Rouge American Apparel’s RAA Diamondback Gun Oil
Price: $14.99 – 4oz bottle

Rating (out of five stars):

Overall * * * * *
If anyone wants to buy me a stocking stuffer, multiple bottles of this stuff for my gun bags and vehicles would be welcome. Because when the End-Times come, you’ll likely see me with a smile on my face, and my guns lubed with RAA’s Diamondback Gun Oil.

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  1. “Then the full-auto fun ensued. We ran a GLOCK 18,…”

    Say, whaaaat?

    *You* have a Glock 18?

    How did you come to acquire one of the very rarest of ‘GLOCK Perfection’ ever manufactured ???

    And is that your ‘pile-o-guns’?

    • Not sure if you’re being sarcastic, but usually guys in the industry have or know someone who has a SOT2 so they make their own. Cheap little $80 slide plates. Or they’re drilled and retrofitted with a selector switch.

      • No, I wasn’t being sarcastic at all.

        (Although I usually naturally default to that mode.)

        I’m plenty familiar with the ‘conversion kits’, as I understand it, factory G-18s are super rare in non-government hands…

    • I have all of the required licenses to own, manufacture and transfer firearms and destructive devices. That is a big ol pile of some of my guns.

      • “That is a big ol pile of some of my guns.”

        Ah, OK. That certainly ‘splains it.

        Nice toys you got there… 🙂

        *Jealous muttering*

  2. “Rouge American Apparel’s RAA Diamondback Gun Oil”
    should be
    “Rogue American Apparel’s RAA Diamondback Gun Oil”

    • Yep, they say that Wes wrangle’s up the snakes everyday and puts one drop of venom in each bottle of oil. The rest he uses for his coffee.

    • Didn’t we just finish eight years trying to get rid of a snake oil salesman?

      (I don’t know why no one else ever saw that in BHO but it was apparent to me the first time I saw him spe…er…perform)

  3. So my take is that the modern generation of lubricants are mostly notably better than the previously available stuff….? Since most new ones seem to be pretty good if you believe the reviews…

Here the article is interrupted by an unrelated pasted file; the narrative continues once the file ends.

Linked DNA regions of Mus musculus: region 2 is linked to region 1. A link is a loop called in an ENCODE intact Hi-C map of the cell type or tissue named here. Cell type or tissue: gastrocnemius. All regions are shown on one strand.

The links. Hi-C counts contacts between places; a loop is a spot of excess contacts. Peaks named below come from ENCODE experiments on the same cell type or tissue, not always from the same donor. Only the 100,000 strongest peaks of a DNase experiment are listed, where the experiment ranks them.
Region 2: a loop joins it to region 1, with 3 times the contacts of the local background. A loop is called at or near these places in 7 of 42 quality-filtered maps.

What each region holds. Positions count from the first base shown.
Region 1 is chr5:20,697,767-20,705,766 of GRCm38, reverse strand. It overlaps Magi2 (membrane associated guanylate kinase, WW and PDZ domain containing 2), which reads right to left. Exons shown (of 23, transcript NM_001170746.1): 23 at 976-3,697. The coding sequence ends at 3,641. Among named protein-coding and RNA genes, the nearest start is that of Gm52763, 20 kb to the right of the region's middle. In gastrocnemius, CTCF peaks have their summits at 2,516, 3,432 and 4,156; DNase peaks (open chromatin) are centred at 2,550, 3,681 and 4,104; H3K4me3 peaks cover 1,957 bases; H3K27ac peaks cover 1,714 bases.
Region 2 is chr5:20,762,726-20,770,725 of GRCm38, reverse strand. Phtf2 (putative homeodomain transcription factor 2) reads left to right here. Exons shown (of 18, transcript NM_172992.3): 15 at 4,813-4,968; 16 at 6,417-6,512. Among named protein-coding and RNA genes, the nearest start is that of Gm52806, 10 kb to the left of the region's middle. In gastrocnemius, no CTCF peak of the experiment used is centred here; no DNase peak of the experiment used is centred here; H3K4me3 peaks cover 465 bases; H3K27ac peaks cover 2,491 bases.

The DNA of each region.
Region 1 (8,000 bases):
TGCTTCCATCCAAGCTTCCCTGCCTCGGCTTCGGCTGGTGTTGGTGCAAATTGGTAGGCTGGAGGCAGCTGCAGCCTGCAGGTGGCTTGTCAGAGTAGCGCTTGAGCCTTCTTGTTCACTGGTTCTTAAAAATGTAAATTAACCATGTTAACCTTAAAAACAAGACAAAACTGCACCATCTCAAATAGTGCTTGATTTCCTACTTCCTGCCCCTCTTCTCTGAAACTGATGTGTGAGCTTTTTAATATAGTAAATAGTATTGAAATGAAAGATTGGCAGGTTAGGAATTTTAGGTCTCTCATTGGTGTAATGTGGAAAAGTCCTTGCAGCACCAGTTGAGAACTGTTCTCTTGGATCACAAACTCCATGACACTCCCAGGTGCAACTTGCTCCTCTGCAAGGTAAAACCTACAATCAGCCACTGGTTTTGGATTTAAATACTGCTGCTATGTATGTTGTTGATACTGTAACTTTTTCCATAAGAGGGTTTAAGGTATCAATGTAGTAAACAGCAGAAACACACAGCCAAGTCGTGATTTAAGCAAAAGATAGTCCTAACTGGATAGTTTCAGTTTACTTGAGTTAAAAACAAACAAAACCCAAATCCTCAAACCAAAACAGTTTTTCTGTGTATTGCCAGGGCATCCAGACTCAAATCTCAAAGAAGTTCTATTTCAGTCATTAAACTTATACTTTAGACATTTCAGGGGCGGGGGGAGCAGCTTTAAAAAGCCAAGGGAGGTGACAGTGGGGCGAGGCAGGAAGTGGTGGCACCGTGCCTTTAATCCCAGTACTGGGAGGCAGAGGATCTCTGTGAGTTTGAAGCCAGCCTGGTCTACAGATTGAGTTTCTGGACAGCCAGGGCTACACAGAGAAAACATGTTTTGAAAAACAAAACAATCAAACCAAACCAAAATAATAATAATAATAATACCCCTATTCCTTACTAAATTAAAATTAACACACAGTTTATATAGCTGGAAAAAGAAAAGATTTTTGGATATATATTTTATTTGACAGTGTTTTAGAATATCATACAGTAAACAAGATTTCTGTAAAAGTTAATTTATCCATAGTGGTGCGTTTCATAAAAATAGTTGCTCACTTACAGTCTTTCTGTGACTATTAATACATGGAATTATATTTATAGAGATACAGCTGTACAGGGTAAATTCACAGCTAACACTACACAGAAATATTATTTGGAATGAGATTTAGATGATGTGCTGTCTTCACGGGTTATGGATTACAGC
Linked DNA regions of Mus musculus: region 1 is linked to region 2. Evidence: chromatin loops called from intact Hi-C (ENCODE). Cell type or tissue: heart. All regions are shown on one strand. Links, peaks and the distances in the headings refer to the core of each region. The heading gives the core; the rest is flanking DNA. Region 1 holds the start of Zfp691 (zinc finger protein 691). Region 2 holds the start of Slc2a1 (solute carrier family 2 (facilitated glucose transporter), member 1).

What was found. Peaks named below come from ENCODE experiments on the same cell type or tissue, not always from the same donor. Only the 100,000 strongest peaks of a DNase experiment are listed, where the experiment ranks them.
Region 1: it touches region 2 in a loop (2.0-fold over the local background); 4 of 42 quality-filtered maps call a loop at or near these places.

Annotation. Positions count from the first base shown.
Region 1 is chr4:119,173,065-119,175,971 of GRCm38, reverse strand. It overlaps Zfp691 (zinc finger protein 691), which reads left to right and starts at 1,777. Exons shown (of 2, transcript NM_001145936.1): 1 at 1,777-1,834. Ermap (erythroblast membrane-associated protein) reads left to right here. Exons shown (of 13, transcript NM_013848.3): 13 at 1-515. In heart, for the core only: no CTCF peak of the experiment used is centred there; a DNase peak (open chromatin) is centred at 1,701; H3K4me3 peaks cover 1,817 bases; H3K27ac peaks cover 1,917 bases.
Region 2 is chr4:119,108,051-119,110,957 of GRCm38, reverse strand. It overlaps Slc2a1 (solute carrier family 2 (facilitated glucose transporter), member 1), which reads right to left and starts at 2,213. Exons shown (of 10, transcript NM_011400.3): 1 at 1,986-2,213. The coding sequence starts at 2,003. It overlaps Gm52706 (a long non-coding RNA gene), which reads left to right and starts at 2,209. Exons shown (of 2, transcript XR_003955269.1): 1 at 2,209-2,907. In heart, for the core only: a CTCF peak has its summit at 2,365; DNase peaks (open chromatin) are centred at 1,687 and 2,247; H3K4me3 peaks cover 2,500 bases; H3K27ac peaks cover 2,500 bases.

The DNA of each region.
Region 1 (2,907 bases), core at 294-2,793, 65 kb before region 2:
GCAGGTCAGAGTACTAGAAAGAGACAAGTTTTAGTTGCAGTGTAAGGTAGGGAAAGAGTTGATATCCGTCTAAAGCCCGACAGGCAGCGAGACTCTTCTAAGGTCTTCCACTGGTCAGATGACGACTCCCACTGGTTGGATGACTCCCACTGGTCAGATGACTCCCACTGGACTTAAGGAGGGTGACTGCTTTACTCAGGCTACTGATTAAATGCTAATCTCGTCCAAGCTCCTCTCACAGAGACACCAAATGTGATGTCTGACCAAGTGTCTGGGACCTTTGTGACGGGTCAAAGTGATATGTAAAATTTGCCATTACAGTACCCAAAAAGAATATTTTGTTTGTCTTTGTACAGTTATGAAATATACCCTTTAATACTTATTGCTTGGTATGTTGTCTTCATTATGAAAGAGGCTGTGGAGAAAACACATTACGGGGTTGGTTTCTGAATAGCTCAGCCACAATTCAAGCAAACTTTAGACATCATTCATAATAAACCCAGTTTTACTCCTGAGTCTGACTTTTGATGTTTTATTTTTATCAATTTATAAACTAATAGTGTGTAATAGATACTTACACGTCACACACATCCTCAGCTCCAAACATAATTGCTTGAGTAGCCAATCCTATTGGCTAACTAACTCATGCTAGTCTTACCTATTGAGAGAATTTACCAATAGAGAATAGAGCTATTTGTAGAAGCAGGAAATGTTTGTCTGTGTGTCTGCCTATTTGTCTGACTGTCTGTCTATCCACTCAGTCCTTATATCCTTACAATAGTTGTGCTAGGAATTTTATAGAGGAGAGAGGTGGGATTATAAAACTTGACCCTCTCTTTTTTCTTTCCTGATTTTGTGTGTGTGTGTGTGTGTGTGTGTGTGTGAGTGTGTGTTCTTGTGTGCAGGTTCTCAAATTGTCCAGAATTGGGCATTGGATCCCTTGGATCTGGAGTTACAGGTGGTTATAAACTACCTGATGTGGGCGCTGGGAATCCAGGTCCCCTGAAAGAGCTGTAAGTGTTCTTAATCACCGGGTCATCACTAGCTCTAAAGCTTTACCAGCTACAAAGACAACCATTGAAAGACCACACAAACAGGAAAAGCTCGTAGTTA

We’re still using Weapons Shield in our household, as that’s what we started with; and I have a bucket of gun dip from C&S that I need to move to a dunk tank. A friend let me try that and I was impressed..

  4. This is a nonstandard use of “nonplussed” only heard in North America. I suspect its a case of a word being used incorrectly so often its becoming regularized. Please don’t do that.

    • …ahh – I had to look it up.

      So the statement “He remained nonplussed.” means that “he” remained in a state of perplexity/confusion/bewilderment.

    • You are correct sir. I have been using the word wrong for decades. Surely my editor has as well. Right, editor?

    • No, that’s whale sperm. I don’t know if that’s the real name but that’s what everyone called it. Works great on the big guns.

      • Oil from sperm whales is an excellent lubricant.

        It’s also renewable and environmentally friendly if produces sustainably, but that’s not a generally politically correct position to take…

        • Also they used sperm whale oil in early automatic transmissions. BUT they soon ran out of that and had to formulate ATF, a non-gumming, long lasting lube that is one of the best on the planet, if you dont mind the smell or the red color.

      • Cute, but backwards. Not whale sperm, which would be in very short supply one would imagine, but sperm whale oil. It is said (and I think it was probably Melville) that the oil in the head of a sperm whale (which is part of the whale’s equilibrium system at great depths) is the world’s finest natural oil. It was highly sought after by makers of fine motions, such as watches. Whale oil was allegedly a part of Colt’s of the formula for Colt’s gun finish.